Andrew Lahmann, 29, points out production assistants off-camera who helped in the creation of three Project Showcase films during a homecoming assembly at Toledo High School Friday afternoon. Matt McDaniel, 30, who graduated from Toledo in 2000 with Lahmann, stands behind him as the two prepare to show the final film in a three-part series designed to motivate students to create ideas on how to better their community. (Photo by Christopher Brewer)


Project Showcase Officially Kicks Off in Toledo –
Student-Led Initiative: Alumni Who Set Project in Motion Ask Students to Showcase Their Pride, Influence Younger Students
By Christopher Brewer:
October 29, 2011
    TOLEDO — It’s not often Toledo High School students get to see a nationally-recognized celebrity address them specifically, but that’s exactly what happened Friday afternoon in the school’s gymnasium.


    OK, so it was a recorded video, but still, comedian Ryan Stiles’ words resonated with students gathered as part of a homecoming assembly Friday as two Toledo alumni returned to their alma mater to show more than 300 red, white and black-clad high school students the results of the final video in a three-part series urging students to make a difference in their community.
    “The younger students are asking for your leadership and following your example,” Stiles said in the video. “They’re watching your every move. Now it’s time for you to act.”
    The nine-minute film — which will be released to the public sometime next week — is part of a movement known as Project Showcase, the brainchild of 2000 THS graduates Matt McDaniel and Andy Lahmann as an effort to instill community pride in the small south Lewis County community of 700. The clip, shown for the first time during the assembly, featured several students and staff at THS speaking about the pride they have in their community, with footage from a football game two weeks ago against Ilwaco integrated within.


    Throughout the clip, students in the darkened gym clapped, cheered and laughed at various sections of the film, especially those featuring a widely-recognized teacher or student — and especially for the part featuring Stiles, who lent his talents after being approached by Lahmann and McDaniel.


    Lahmann, a filmmaker who owns P-51 Pictures in Bellingham, and McDaniel, a still photographer who runs Matty Photography in Tacoma, then briefly addressed the students after showing their work and urged them to make a positive contribution to Toledo by bringing forth ideas of how to improve the town’s quality of life.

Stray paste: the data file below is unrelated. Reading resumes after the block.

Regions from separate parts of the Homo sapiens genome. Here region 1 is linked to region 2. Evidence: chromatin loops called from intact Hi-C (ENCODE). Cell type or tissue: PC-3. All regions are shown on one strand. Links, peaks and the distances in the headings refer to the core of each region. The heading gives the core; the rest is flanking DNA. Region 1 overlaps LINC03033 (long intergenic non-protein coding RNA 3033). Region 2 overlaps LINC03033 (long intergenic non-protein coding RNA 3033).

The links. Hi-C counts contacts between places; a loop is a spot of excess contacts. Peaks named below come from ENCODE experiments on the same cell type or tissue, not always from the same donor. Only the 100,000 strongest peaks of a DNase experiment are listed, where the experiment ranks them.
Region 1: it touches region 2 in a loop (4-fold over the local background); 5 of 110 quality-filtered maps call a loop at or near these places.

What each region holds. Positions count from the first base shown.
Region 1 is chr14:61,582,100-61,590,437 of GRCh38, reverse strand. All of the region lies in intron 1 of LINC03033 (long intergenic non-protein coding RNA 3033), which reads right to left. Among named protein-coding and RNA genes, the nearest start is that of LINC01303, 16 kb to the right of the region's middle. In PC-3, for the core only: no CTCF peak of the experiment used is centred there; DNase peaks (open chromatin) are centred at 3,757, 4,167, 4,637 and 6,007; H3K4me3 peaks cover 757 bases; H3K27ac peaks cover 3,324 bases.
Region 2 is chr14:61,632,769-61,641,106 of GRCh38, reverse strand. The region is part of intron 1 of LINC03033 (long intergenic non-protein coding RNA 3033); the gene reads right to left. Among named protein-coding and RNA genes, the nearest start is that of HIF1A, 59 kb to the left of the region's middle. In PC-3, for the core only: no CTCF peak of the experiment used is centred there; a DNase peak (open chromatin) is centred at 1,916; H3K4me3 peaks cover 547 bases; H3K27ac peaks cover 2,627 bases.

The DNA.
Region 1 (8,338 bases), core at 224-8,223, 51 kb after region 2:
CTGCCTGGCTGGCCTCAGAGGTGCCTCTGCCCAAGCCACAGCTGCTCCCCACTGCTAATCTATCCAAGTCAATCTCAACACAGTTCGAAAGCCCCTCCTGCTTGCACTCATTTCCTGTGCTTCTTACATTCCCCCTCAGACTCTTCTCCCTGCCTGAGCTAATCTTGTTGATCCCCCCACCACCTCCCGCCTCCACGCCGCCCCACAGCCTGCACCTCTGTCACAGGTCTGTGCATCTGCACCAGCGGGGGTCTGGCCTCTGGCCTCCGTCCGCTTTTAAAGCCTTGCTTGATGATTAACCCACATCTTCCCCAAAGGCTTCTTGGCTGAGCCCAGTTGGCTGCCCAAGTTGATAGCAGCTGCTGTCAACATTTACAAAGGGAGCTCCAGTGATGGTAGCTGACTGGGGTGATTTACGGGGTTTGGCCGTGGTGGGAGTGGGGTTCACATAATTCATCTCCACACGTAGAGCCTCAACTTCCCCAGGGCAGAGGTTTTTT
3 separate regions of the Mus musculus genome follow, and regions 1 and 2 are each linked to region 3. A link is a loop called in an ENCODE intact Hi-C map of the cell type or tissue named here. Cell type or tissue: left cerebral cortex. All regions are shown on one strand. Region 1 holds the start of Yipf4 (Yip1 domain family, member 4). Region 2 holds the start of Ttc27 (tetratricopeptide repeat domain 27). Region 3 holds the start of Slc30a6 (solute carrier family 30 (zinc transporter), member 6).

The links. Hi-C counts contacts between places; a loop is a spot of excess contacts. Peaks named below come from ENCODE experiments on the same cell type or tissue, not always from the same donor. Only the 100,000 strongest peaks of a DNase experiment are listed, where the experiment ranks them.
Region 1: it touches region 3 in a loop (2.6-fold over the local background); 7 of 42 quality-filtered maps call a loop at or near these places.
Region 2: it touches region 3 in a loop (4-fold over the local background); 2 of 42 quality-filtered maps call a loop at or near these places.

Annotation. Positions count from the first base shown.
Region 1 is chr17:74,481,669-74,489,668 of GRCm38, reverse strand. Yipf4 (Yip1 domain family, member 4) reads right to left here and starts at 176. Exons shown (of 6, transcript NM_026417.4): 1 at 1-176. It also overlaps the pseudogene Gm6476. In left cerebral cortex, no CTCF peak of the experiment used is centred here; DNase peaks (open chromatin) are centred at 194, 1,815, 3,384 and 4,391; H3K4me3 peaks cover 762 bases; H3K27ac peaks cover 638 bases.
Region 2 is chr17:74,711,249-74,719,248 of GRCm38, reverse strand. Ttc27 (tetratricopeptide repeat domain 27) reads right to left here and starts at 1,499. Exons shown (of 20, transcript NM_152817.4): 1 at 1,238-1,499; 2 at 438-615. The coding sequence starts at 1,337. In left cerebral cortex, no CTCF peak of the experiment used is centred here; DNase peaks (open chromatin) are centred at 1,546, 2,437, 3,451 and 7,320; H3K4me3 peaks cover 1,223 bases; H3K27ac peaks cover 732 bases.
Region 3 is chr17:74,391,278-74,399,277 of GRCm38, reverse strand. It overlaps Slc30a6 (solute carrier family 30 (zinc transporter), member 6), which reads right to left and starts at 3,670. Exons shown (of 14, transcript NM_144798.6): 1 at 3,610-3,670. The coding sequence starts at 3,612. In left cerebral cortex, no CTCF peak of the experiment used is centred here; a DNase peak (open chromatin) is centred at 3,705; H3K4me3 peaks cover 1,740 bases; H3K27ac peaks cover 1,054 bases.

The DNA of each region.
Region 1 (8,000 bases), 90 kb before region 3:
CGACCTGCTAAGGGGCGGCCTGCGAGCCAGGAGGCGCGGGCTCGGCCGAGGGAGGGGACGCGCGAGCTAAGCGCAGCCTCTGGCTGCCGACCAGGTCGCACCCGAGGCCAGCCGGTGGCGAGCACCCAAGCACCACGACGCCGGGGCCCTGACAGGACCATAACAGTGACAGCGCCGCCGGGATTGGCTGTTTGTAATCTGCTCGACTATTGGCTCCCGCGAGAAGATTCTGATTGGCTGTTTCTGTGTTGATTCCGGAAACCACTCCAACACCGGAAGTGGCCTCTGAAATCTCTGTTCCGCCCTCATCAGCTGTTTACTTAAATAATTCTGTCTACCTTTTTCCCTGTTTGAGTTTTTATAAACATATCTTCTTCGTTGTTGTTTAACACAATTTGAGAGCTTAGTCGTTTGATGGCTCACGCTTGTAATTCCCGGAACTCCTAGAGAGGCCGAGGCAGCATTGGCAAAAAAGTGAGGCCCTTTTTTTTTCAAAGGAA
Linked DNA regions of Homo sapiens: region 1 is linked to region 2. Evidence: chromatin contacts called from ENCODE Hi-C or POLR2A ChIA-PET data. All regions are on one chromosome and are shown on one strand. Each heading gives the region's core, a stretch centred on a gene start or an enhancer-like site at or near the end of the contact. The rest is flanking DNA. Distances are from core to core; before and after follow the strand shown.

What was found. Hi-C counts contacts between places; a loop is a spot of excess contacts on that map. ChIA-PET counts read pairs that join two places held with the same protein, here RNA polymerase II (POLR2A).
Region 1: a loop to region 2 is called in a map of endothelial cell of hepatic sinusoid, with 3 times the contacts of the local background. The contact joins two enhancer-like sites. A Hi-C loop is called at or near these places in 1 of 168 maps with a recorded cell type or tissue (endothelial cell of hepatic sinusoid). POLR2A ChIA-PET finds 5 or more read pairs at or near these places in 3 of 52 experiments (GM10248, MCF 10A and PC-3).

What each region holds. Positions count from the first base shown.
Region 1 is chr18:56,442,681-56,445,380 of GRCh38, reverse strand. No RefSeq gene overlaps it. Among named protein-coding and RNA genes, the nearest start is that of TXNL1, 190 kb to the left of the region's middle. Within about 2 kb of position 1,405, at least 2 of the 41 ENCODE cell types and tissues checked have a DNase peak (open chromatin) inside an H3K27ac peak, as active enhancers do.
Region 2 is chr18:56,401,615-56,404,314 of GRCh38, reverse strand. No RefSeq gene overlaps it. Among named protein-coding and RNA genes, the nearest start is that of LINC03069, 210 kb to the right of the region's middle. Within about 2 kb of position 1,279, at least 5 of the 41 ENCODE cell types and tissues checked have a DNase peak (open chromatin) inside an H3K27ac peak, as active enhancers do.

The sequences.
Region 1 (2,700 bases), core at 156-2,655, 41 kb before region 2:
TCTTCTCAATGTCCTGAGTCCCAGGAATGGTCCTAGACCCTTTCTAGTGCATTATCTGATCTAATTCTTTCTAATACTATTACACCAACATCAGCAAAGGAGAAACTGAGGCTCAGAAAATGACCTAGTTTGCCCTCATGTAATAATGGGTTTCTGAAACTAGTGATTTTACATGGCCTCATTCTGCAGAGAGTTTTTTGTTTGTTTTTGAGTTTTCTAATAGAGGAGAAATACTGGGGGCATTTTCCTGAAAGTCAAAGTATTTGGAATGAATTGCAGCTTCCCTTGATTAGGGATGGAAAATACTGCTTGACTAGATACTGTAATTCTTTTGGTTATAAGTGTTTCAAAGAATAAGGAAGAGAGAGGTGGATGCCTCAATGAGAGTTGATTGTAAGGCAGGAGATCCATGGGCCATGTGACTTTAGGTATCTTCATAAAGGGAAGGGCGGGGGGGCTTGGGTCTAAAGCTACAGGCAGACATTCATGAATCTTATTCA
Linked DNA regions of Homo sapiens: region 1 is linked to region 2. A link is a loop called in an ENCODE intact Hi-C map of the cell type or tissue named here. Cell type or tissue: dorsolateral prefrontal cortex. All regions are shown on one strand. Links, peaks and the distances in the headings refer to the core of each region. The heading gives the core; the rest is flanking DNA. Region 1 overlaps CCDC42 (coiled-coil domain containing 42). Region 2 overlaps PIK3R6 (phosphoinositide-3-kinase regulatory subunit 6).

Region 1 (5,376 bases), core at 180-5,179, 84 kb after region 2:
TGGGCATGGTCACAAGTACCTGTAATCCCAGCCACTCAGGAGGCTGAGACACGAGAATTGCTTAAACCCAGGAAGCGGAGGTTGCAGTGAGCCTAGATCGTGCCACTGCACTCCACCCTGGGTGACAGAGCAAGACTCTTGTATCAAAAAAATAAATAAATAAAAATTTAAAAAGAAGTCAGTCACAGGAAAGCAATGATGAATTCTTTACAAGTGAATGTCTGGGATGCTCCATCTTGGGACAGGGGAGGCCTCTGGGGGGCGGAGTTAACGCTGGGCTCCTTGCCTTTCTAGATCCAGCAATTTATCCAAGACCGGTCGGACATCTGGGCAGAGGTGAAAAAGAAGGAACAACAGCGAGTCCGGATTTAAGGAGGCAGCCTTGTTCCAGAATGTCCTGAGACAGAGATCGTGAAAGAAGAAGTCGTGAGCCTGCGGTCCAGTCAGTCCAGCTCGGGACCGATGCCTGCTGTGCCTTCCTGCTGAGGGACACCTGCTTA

“We knew we had to do something, and when we started this we sat down and figured out what to do in one night,” McDaniel said. “Now we’re asking you guys to do the same thing and pass it on.”


    Although the project kicked off Friday, 18-year-old Kenner Rakoz has somewhat of a jumpstart on several of his classmates. The senior, who transferred from W.F. West High School in Chehalis in the middle of his junior year, has two major ideas on his mind tailored specifically for the younger generation: one involving something that many could say is unique to Toledo.


    “I was talking with my mom some time ago and brought up an idea to teach younger kids how to fly fish in the Cowlitz,” Rakoz said. “We’re trying to get the folks together that can help us, but I think we’re going to go somewhere with it.”


    Another idea of Rakoz’ — a tennis tournament that would be held at the Toledo High School courts to raise money for community improvement projects — will have to wait until the rain subsides, possibly until spring, but he hopes his ideas will provide a glimpse into what the general student population will come up with in months to come.


    “It’s really a one-of-a-kind thing, and it’s really inspiring for all of us down here,” Rakoz said of Project Showcase. “I just wish I could be a part of it for awhile longer rather than just my senior year. We’re gonna make some stuff happen.”


    Other ideas pitched include creating trading cards of high school athletes and possibly forming cleanup crews to regularly beautify Toledo’s streets, according to Rakoz and other students in attendance Friday.


    Physical education instructor Don Schaplow pointed at Friday’s assembly as the starting point for what he hoped was “something big” and all student-driven.


    “I think the steam’s going to build up from this being kicked off today, I really do,” Schaplow said. “The video’s just the starting point, but to hear the kids talk about it and want to do something to improve their town, that means something.”


    As for McDaniel and Lahmann, their visible work in Toledo is for the most part done, but both say they will remain involved in Project Showcase from behind the scenes.


    In fact, McDaniel had spent his Thursday photographing various people in the community — including a nonagenarian on his farm doing what he has known for so many years — as part of a final wrap to merge both photo and video in the project.


    “You see it from the 90-year-old farmer still out there working to the youngest kids out here doing well in school,” McDaniel said. “We’re trying to bring both the school and the community together because we believe the young people have the power to make Toledo better.”




    Christopher Brewer: (360) 807-8235


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